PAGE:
How Diabetes is Impacting Pharma and the NHS
Diabetes is a common lifelong condition that is currently affecting the health of many people in the UK. It is estimated that there is currently 1 in 16 people living with the disease either diagnosed or undiagnosed. Under normal circumstances the pancreas produces insulin, a hormone that allows glucose to enter cells to be used for energy. Those afflicted with diabetes cannot produce enough/any insulin to regulate the glucose in the blood.
Classified into two types, Type 1 and Type 2, the former is the lack of insulin and is primarily diagnosed at a young age, whereas those with type Two tends to occur in those over the age of 30 and cannot produce enough insulin or the hormone is not being used properly. Studies have also shown that 90% of those living with diabetes have type two.
Over the past decade diabetes has become more of a major issue within the UK, there are currently 3.9 million affected in the UK and this number is expected to grow to 5 million by 2025. In particular, the rate of those being diagnosed with type two diabetes has grown drastically not only in the UK but globally.
Many believe that the increasing prevalence of diabetes, in particular type two, is due to increased obesity within the population, as those who are obese have an 80-85% risk of developing type 2 version of the disease.
The condition often comes hand in hand with other diseases and conditions such as:
• Cardiovascular disease
• Kidney Disease
• Eye Disease
While also affecting mental health and life expectancy, cardiovascular disease alone accounts for 44% of fatalities of those with type 1 diabetes and 52% of those with type 2.
As a result, the NHS is currently spending an estimated £10 billion on diabetes, which works out to approximately £1 million an hour. While the overall UK cost associated with diabetes is estimated at £23.7 billion and expected to rise to £39.8 billion 2035/6.
With such a fast growing demand for diabetes related care and therapies, recent advances in medical technology has given the rise to new equipment and techniques such as personalised medicine to become a reality for those with both type 1 and type 2 diabetes within the UK.
Personalised Medicine is where medical decisions and practises, and/or products are tailored to an individual patient. This therefore cuts down on time and guesswork made by health practitioners to achieve positive results with managing the condition.
Techniques such as diagnostic testing are often employed for selecting appropriate and optimal therapies based on the context of a patient’s genetic content or other molecular or cellular analysis.
With a more personalised approach to medicine taking place, a new approach needs to be taken to clinical research and development. Complexity levels of trials are rising due to Protocols now expanding to include genetic/proteomic assessment, therefore Regulatory Agencies have started to integrate personalised medicine into their regulatory policies requiring additional oversight to be applied to each process within a Clinical Trial.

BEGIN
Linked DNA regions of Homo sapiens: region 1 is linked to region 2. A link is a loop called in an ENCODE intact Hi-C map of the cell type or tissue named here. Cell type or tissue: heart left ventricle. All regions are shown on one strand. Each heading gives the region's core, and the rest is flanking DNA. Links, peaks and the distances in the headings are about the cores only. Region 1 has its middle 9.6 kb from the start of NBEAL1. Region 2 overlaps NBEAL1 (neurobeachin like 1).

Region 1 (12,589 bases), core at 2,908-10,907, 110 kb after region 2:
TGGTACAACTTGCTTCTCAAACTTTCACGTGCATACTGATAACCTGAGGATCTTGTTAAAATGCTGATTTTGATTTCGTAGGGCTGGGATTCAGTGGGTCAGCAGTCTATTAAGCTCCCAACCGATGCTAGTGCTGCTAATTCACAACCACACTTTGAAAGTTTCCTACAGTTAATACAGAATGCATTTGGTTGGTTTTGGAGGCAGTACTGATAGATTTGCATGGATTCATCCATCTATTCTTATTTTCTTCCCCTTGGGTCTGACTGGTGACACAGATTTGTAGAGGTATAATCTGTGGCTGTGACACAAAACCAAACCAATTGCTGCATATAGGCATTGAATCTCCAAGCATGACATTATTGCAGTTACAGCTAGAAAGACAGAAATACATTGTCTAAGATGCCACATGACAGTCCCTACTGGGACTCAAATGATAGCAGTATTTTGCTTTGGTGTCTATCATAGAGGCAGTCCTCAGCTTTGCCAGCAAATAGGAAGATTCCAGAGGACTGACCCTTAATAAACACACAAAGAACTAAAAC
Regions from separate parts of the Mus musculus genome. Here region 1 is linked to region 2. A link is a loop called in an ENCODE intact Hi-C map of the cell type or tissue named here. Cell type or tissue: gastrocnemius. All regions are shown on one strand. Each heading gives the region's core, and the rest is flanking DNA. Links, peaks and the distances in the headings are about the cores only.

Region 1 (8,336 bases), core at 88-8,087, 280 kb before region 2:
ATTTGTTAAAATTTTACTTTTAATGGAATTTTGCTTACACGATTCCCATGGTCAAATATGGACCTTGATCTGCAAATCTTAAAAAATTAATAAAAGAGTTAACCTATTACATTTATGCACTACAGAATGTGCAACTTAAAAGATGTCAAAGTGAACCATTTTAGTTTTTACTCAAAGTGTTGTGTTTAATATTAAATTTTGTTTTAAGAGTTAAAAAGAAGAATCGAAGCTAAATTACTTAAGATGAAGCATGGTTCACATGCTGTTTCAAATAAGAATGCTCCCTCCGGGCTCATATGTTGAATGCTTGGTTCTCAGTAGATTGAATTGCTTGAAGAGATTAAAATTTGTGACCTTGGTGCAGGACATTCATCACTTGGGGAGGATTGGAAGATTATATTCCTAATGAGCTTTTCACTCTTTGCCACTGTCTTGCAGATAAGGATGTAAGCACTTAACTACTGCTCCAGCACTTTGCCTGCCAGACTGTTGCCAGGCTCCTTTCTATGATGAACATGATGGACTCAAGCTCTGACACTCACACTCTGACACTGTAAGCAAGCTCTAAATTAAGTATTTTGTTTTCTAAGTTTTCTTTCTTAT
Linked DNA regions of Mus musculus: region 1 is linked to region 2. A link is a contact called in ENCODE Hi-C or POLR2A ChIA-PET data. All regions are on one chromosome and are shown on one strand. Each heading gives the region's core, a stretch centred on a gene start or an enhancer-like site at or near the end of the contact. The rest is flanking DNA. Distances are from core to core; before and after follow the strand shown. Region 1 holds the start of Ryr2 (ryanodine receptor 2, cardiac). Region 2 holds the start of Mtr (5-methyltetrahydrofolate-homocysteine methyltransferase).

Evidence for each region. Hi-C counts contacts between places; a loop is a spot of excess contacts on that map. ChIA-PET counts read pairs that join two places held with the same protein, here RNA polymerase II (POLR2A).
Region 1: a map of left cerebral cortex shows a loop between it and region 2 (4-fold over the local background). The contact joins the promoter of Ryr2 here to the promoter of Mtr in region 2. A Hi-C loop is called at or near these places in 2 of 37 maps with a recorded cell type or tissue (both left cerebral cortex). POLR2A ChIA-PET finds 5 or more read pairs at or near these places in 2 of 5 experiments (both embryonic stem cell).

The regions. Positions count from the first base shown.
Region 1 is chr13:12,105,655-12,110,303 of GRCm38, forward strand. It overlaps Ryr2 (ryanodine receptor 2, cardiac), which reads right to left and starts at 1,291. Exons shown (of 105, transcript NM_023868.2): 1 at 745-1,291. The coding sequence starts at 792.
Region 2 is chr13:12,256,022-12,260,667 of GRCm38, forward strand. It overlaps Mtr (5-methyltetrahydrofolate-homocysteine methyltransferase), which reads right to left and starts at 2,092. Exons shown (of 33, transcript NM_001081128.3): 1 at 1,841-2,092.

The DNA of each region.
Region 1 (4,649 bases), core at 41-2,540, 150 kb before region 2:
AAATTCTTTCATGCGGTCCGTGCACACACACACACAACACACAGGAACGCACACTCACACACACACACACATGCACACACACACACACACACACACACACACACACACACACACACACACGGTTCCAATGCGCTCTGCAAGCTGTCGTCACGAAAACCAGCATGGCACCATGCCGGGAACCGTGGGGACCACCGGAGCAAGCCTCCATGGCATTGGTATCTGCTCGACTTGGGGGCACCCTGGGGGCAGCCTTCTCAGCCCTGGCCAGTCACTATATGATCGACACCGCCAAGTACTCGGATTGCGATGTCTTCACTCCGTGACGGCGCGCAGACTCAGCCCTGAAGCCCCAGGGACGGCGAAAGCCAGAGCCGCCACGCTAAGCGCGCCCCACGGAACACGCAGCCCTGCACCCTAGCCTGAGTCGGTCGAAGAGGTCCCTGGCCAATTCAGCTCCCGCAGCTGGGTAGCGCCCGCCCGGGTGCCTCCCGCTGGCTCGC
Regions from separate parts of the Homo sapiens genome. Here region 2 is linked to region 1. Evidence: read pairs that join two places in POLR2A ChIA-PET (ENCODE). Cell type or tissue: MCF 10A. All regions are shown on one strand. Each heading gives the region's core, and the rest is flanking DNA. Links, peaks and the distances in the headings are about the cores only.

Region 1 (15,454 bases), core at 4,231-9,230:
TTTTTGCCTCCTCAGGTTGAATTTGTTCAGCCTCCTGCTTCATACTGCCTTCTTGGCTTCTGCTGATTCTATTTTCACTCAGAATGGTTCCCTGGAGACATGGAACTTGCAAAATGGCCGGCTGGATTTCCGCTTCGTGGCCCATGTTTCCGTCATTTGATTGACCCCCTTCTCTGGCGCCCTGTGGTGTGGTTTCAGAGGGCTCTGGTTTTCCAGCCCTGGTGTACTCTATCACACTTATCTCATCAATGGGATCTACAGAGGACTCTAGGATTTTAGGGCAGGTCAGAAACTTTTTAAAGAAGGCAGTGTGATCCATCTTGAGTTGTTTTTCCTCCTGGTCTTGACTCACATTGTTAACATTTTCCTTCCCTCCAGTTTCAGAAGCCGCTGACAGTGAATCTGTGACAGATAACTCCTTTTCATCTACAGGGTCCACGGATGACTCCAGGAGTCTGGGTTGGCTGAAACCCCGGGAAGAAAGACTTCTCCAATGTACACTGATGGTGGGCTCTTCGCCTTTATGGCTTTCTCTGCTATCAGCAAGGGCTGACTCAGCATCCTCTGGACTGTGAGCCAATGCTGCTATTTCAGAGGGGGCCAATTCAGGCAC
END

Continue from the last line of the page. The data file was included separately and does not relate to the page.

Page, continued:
These advancements in research are phenomenal for all patients who require modifications from the Pharmaceutical/Biotech companies in order to cope with the additional aspects of personalised medicine.
Consequently, pharma companies are collaborating and creating dedicated divisions to further develop equipment and medicine specifically for diabetes, leaving a higher demand for appropriately trained staff to fill these vacancies.
However, there is a lack of suitable training programs available to graduates who could fill these roles, which is why Clinical Professionals set up the Training Academy.
Clinical Professionals’ CEO Yvette Cleland commented on the matter.
“As more and more breakthroughs in the prevention and treatment of Diabetes are discovered it is essential that the great work conducted in this critical area continues. Clinical Professionals is dedicated to clinical drug research and has recently fully funded programs for Graduates within the UK to gain entry level roles into clinical drug development. These highly skilled graduates will bring a cost effective solution to the escalating costs of research for which the many individuals finding themselves newly diagnosed with Diabetes have the comfort of knowing that continued research is both affordable and identifying new treatment and prevention regimes will continue and impact in a positive way their quality of life.”
Because of this Academy, Clinical Professionals will be attending the Diabetes Professional Care Exhibition on the 11th – 12th November at the Barbican Exhibition Centre London.
The conference aims to deliver the latest information and discussion relating to diabetes to aid healthcare professionals and scientists to focus their approach for the prevention and management of the disease. It will feature a variety of talks and workshops ranging from the latest technological developments due to aiding social awareness of diabetes.
If you would like to talk to us more about our Training Academy you can find us at Stand 221, or contact Michael Spiers on firstname.lastname@example.org or 07557047380.
For more information about the Training Academy please click the link below or email email@example.com